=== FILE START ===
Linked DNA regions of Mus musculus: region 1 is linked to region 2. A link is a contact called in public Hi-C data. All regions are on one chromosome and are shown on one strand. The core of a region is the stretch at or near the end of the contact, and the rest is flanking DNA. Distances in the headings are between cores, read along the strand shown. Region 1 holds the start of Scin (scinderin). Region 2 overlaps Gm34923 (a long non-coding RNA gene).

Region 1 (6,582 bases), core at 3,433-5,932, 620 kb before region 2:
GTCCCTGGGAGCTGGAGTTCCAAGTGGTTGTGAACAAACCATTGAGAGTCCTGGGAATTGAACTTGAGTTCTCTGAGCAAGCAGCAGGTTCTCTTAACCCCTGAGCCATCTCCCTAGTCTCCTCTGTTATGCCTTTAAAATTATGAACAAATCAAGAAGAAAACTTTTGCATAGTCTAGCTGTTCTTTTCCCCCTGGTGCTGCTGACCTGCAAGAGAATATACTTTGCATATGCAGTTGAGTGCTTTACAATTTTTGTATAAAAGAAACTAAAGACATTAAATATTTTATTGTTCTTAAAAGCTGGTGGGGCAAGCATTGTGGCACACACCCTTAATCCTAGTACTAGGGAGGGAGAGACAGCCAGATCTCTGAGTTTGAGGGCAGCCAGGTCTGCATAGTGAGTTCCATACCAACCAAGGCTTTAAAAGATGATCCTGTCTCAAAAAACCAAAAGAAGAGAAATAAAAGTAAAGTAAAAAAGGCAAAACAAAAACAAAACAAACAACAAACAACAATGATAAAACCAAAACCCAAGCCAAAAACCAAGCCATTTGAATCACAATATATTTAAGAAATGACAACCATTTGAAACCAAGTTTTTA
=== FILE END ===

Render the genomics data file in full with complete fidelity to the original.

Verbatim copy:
Linked DNA regions of Mus musculus: region 1 is linked to region 2. A link is a contact called in public Hi-C data. All regions are on one chromosome and are shown on one strand. The core of a region is the stretch at or near the end of the contact, and the rest is flanking DNA. Distances in the headings are between cores, read along the strand shown. Region 1 holds the start of Scin (scinderin). Region 2 overlaps Gm34923 (a long non-coding RNA gene).

Region 1 (6,582 bases), core at 3,433-5,932, 620 kb before region 2:
GTCCCTGGGAGCTGGAGTTCCAAGTGGTTGTGAACAAACCATTGAGAGTCCTGGGAATTGAACTTGAGTTCTCTGAGCAAGCAGCAGGTTCTCTTAACCCCTGAGCCATCTCCCTAGTCTCCTCTGTTATGCCTTTAAAATTATGAACAAATCAAGAAGAAAACTTTTGCATAGTCTAGCTGTTCTTTTCCCCCTGGTGCTGCTGACCTGCAAGAGAATATACTTTGCATATGCAGTTGAGTGCTTTACAATTTTTGTATAAAAGAAACTAAAGACATTAAATATTTTATTGTTCTTAAAAGCTGGTGGGGCAAGCATTGTGGCACACACCCTTAATCCTAGTACTAGGGAGGGAGAGACAGCCAGATCTCTGAGTTTGAGGGCAGCCAGGTCTGCATAGTGAGTTCCATACCAACCAAGGCTTTAAAAGATGATCCTGTCTCAAAAAACCAAAAGAAGAGAAATAAAAGTAAAGTAAAAAAGGCAAAACAAAAACAAAACAAACAACAAACAACAATGATAAAACCAAAACCCAAGCCAAAAACCAAGCCATTTGAATCACAATATATTTAAGAAATGACAACCATTTGAAACCAAGTTTTTA